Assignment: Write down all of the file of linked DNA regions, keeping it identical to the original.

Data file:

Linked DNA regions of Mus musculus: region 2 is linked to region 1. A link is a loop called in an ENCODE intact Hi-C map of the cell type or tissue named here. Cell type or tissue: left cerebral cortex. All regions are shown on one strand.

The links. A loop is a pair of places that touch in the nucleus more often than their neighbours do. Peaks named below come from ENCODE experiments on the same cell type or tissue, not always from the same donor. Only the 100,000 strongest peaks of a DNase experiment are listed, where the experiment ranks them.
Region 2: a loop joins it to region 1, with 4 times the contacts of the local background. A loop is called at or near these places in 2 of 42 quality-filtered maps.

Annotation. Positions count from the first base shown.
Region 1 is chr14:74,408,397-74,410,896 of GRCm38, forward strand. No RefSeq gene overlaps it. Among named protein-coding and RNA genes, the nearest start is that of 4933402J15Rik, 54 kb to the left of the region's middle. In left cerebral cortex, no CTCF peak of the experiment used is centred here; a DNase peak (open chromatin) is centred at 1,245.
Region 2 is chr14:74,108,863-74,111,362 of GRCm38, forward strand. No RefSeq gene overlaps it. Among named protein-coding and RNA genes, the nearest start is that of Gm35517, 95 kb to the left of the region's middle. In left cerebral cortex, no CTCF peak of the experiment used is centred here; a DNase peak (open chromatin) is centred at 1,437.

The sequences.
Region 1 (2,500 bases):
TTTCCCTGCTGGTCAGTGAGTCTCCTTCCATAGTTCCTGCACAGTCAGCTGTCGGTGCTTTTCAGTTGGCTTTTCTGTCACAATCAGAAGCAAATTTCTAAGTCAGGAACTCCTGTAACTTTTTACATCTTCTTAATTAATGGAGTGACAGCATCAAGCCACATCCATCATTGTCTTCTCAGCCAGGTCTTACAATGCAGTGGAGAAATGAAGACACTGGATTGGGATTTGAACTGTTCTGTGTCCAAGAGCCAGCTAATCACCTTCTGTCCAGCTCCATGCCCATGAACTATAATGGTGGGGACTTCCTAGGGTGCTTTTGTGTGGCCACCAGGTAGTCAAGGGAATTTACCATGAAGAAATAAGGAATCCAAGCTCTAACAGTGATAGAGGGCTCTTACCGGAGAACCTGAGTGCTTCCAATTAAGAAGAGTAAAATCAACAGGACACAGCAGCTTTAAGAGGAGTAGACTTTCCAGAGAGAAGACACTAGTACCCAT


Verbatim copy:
Linked DNA regions of Mus musculus: region 2 is linked to region 1. A link is a loop called in an ENCODE intact Hi-C map of the cell type or tissue named here. Cell type or tissue: left cerebral cortex. All regions are shown on one strand.

The links. A loop is a pair of places that touch in the nucleus more often than their neighbours do. Peaks named below come from ENCODE experiments on the same cell type or tissue, not always from the same donor. Only the 100,000 strongest peaks of a DNase experiment are listed, where the experiment ranks them.
Region 2: a loop joins it to region 1, with 4 times the contacts of the local background. A loop is called at or near these places in 2 of 42 quality-filtered maps.

Annotation. Positions count from the first base shown.
Region 1 is chr14:74,408,397-74,410,896 of GRCm38, forward strand. No RefSeq gene overlaps it. Among named protein-coding and RNA genes, the nearest start is that of 4933402J15Rik, 54 kb to the left of the region's middle. In left cerebral cortex, no CTCF peak of the experiment used is centred here; a DNase peak (open chromatin) is centred at 1,245.
Region 2 is chr14:74,108,863-74,111,362 of GRCm38, forward strand. No RefSeq gene overlaps it. Among named protein-coding and RNA genes, the nearest start is that of Gm35517, 95 kb to the left of the region's middle. In left cerebral cortex, no CTCF peak of the experiment used is centred here; a DNase peak (open chromatin) is centred at 1,437.

The sequences.
Region 1 (2,500 bases):
TTTCCCTGCTGGTCAGTGAGTCTCCTTCCATAGTTCCTGCACAGTCAGCTGTCGGTGCTTTTCAGTTGGCTTTTCTGTCACAATCAGAAGCAAATTTCTAAGTCAGGAACTCCTGTAACTTTTTACATCTTCTTAATTAATGGAGTGACAGCATCAAGCCACATCCATCATTGTCTTCTCAGCCAGGTCTTACAATGCAGTGGAGAAATGAAGACACTGGATTGGGATTTGAACTGTTCTGTGTCCAAGAGCCAGCTAATCACCTTCTGTCCAGCTCCATGCCCATGAACTATAATGGTGGGGACTTCCTAGGGTGCTTTTGTGTGGCCACCAGGTAGTCAAGGGAATTTACCATGAAGAAATAAGGAATCCAAGCTCTAACAGTGATAGAGGGCTCTTACCGGAGAACCTGAGTGCTTCCAATTAAGAAGAGTAAAATCAACAGGACACAGCAGCTTTAAGAGGAGTAGACTTTCCAGAGAGAAGACACTAGTACCCAT